The broader implications of Biden’s foreign policy, particularly the Cold War tones directed at China and other countries, are also of grave concern, given the spate of anti-Asian violence in 2020. Hate crimes are at their highest levels in years.  Yesterday it was China, today Haiti, tomorrow Bolivia, Venezuela, or Cuba and ever present are Somalia, the Middle East, and/or Russia.  And let’s not forget Mexico.  Here the immigration crisis is in its very essence a crisis of imperialism and its drive to lower the price of labor.

It’s often forgotten that as much as racial hatred is a willful subjective enterprise, it is also an objective process built into the very structure of the economy itself. Both work in tandem, spinning out ever more vicious and crude forms of hatred, violence, and militarism. Speaking of militarism, the House last week passed a bipartisan $768 billion defense bill, adding $25 billion to the president’s defense budget.

The military/industrial/financial complex is an immensely powerful force in and of itself, and it demands to be fed. The Democratic caucus split down the middle on the issue, with half joining the GOP. Taken as a whole, the increase will be the largest in 8 years, outpacing even Trump’s military budget.

In the face of all this, most worrisome at this stage is an apparent crisis of inaction with regard to the current bills before Congress. With scores of voter suppression legislation before state governments across the country, the mass democratic movement did not meet the political moment at the poorly attended but militant August 28th Voting Rights march. The question looms large: Why was the turnout so small in light of the challenge?

Was fear of COVID’s Delta variant the reason? Or is the country experiencing a return to post-2009 delusion, when Obama’s election along with Democratic majorities in the House and Senate lulled folks into a false sense of confidence? Or have the powers-that-be warned allies away from mass protests, for fear of alienating centrist forces?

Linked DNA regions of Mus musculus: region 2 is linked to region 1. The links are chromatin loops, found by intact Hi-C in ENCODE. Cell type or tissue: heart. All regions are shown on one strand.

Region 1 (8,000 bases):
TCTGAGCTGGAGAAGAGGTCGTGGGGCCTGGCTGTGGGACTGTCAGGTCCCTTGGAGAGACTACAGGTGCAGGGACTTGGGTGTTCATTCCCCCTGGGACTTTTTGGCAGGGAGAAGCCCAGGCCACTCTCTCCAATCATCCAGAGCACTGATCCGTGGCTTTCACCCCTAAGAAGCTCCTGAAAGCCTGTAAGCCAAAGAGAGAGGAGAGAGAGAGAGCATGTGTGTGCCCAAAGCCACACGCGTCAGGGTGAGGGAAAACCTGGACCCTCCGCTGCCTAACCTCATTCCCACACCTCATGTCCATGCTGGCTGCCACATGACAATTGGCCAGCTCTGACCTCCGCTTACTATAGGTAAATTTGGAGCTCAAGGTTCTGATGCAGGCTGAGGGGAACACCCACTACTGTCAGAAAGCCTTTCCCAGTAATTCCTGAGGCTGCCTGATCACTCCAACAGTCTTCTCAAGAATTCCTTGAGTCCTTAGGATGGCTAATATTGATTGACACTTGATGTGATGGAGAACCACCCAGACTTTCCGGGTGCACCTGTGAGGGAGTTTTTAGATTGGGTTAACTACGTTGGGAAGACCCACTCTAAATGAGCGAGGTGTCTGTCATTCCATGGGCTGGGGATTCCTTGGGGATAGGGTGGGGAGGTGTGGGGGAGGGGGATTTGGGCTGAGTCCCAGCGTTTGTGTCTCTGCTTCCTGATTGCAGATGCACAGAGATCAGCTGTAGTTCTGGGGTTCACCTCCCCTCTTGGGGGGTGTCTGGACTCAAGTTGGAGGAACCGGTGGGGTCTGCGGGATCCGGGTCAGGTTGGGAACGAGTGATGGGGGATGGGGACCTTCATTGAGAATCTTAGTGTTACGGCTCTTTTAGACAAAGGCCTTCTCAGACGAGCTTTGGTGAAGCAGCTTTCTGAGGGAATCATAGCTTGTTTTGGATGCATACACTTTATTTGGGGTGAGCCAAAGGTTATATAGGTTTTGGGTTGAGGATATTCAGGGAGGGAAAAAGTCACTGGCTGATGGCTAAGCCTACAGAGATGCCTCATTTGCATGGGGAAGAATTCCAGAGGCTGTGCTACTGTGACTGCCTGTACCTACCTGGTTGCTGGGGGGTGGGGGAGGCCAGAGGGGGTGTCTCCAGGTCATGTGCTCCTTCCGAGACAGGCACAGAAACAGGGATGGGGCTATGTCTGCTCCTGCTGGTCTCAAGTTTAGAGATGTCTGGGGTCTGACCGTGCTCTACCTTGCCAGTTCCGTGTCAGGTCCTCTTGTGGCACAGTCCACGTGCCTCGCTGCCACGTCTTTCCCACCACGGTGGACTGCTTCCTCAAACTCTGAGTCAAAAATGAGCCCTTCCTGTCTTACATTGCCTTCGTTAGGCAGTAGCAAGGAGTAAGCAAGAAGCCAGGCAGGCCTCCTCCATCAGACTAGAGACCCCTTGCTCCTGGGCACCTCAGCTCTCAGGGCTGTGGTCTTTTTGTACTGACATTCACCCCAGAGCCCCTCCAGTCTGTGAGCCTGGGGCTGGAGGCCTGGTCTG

The leverage sought by the people’s representatives in Congress lies in the streets, factories, and campuses.

It’s a truism that left-center unity hinges on the most advanced positions of the political center. But such positions are not frozen in time.  Needless to say, the issue is what will it take to move them?   Unity is not a static thing to be achieved in back rooms while negotiating on high. The progressive members of Congress who take admirable positions need to hear the shouts of masses cheering them on. In fact, everyone needs to hear it. The leverage sought by the people’s representatives in Congress lies in the streets, factories, and campuses — it must be organized.

Here, the upcoming women’s marches across the country on October 2nd will be an important test. Of course, there are ebbs and flows in any mass movement — and permanent states of mobilization are hardly realistic. On the other hand, the democratic and working-class movement has many streams with considerable resources, some of whom should be expected to step up. Civil rights and other oppressed communities require their allies in labor and other movements to initiate and enjoin the struggle as well — not to do so could invite disaster.

As Frederick Douglass said many years ago, “Power concedes nothing without demand. It never has and it never will.” It’s time to put on our marching shoes, yes. But more is needed. Much more. The time is way past due for a massive, militant, in-your-face, uncompromising fightback, including strikes, occupations, boycotts, etc. And this requires a larger, bolder, and more revolutionary Communist Party fighting tooth-and-nail working with allies and building united fronts on issues.

Image:  M.o.B 68 (CC BY-SA 2.0).